New Minnesota documentary looks to be the 'Friday Night Lights' of hockey – MPR News

Iron Range native Tommy Haines grew up, as so many do in northern Minnesota, playing ice hockey. His love for the sport and culture surrounding it inspired his first documentary in 2008, and is the subject of his new documentary “Hockeyland,” showing soon in movie theaters across the state.
“[Hockey is] obviously a topic I was really interested in, for the last 15 to 20 years," Haines said. “I was surprised that there wasn’t a film made about high school hockey in Minnesota. You have ‘Hoop Dreams,’ you have ‘Friday Night Lights’ and there really wasn’t that story told yet.”
Haines focused on the 2019-2020 season of an Iron Range high school hockey team, the Eveleth-Gilbert Golden Bears and the Hermantown Hawks. The Golden Bears were facing their last hockey season before merging with another school’s program.
Meanwhile, the Hawks were bent on a championship win. There are last-minute scores, brawls breaking out midgame and the love and passion of hockey parents.
Beyond the rink, “Hockeyland” features four senior players, including Montreal Canadiens prospect Blake Biondi. It explores the teens' struggles with their mental and physical well being, and gives a glimpse into their home lives. Scenes depicting dates, late night drives and family dynamics share the screen with ice time.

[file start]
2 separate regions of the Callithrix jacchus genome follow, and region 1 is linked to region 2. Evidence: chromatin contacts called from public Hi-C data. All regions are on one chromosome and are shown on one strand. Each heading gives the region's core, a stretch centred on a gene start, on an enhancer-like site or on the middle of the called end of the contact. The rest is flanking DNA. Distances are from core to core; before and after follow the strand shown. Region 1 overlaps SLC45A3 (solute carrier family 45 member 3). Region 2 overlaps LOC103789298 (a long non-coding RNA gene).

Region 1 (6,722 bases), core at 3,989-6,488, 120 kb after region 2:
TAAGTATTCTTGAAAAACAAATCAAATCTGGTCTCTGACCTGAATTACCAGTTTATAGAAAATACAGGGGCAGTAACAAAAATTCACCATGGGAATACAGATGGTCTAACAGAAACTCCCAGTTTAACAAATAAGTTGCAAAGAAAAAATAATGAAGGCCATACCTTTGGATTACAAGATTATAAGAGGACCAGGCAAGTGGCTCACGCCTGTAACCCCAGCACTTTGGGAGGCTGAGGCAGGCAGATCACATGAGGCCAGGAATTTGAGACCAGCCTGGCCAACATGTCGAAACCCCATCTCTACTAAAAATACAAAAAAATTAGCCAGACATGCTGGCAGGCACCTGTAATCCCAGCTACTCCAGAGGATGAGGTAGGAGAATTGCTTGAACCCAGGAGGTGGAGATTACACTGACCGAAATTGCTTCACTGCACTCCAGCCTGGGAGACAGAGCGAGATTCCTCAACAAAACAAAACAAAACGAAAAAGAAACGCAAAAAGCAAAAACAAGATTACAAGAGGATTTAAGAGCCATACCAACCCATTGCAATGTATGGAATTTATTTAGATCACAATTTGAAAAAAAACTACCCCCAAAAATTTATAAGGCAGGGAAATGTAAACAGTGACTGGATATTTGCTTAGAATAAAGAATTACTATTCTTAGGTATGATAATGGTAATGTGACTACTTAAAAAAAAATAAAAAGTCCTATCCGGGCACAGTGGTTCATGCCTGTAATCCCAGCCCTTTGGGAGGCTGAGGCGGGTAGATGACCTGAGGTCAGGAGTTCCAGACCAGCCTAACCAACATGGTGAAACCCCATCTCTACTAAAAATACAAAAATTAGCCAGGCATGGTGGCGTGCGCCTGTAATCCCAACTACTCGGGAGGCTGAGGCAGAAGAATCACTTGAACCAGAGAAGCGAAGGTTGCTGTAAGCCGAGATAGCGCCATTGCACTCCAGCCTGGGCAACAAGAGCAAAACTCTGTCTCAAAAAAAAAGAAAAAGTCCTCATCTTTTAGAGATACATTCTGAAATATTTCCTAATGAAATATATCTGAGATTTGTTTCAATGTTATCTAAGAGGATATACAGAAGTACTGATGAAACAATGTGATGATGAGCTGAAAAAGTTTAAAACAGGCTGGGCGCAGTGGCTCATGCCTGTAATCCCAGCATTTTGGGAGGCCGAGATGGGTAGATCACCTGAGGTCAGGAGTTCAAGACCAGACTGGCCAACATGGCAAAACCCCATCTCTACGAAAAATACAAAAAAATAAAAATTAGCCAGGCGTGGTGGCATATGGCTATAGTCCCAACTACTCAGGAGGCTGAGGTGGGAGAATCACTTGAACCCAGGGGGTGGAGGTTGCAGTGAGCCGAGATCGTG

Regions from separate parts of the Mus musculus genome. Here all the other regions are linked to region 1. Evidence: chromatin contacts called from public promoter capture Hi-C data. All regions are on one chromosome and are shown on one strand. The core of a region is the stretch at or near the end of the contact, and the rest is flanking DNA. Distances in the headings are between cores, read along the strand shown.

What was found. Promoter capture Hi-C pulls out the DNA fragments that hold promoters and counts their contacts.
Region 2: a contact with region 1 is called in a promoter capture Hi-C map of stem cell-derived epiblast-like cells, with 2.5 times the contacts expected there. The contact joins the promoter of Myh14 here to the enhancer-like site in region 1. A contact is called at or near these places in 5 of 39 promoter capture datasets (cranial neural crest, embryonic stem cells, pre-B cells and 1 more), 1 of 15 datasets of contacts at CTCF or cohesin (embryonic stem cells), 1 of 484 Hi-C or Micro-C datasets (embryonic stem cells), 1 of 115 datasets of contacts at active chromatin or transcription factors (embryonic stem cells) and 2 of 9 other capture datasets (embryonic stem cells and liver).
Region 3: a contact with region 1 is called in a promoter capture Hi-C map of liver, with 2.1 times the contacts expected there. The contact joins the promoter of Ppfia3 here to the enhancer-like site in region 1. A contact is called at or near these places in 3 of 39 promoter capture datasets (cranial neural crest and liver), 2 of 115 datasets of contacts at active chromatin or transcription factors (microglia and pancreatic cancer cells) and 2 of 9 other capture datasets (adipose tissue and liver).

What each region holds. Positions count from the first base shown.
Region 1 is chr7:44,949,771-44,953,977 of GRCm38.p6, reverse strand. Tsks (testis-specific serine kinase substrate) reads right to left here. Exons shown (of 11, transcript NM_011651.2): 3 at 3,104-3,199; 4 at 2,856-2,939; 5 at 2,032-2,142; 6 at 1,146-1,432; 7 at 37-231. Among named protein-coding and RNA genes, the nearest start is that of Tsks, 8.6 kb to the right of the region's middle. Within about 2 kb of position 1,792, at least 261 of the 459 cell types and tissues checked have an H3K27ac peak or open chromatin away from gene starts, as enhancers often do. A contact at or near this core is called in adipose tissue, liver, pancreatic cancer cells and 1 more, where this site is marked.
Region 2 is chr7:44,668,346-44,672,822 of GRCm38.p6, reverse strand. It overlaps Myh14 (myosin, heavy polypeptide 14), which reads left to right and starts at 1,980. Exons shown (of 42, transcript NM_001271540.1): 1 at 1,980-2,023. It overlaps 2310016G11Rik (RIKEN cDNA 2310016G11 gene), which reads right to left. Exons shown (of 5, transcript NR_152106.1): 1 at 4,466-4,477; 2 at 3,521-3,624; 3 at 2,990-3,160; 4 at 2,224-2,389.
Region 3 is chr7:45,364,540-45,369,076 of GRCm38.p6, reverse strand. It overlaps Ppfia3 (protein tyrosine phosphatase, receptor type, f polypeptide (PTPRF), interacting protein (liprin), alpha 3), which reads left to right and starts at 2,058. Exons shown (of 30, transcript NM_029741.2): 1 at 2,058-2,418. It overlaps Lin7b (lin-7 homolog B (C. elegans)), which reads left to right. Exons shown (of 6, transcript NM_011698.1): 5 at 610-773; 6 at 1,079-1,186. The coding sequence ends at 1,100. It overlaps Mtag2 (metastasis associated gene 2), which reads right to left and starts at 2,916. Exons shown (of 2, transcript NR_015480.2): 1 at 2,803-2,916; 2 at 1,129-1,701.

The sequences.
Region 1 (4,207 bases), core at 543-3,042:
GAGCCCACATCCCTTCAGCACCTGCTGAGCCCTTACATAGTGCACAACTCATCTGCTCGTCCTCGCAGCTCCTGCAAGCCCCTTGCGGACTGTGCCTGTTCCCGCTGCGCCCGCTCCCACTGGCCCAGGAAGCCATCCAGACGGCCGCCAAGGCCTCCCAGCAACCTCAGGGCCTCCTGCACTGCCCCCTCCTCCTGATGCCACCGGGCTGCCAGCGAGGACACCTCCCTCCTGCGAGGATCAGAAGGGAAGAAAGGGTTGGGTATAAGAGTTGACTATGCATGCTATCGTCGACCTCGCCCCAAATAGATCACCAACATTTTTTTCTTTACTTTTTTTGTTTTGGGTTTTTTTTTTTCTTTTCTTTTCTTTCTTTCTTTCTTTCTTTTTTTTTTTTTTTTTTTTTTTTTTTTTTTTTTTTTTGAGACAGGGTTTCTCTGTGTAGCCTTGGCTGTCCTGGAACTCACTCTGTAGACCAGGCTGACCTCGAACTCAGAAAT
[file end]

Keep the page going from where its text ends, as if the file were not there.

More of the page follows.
The film also features the coaches, and the role they play in developing the teens as players and as people.
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“That’s why we do what we do. And I don’t think I’m the exception, I think I’m the norm,” said Pat Andrews, the head coach of the Hermantown Hawks. “I think high school coaches do such a tremendous job of caring for their athletes. I don’t know if there’s a group of people who care more about their athletes.”
Not every aspect of Minnesota high school hockey is covered in the documentary.
“I’m actually very interested in what’s happening with girls’ hockey in Minnesota,” Haines said, adding he would want to collaborate with a woman director.
Theaters in towns like Bemidji were among the first to agree to show “Hockeyland,” with more than 60 theaters in Minnesota planning to screen it.
Dwight Gunderson, the director of film buying for CEC and Mann theaters in Minnesota, expects the film to do well.
“You don’t always get the chance to have movies that reflect your local communities,” Gunderson said.
Coach Andrews hopes people will relate to the connections players have between each other.
"Ultimately, I think what the film conveys is that they’re in it for their brothers and their community,” he said. “I think that’s what makes hockey so special in Minnesota.”
Aside from theaters in Minnesota, around 70 theaters nationwide are expected to show the film starting next week. It will also be available on Amazon and Apple TV Oct. 16.  
Correction (Sept. 9, 2022): An earlier version of this story misidentified Hermantown as being on the Iron Range.


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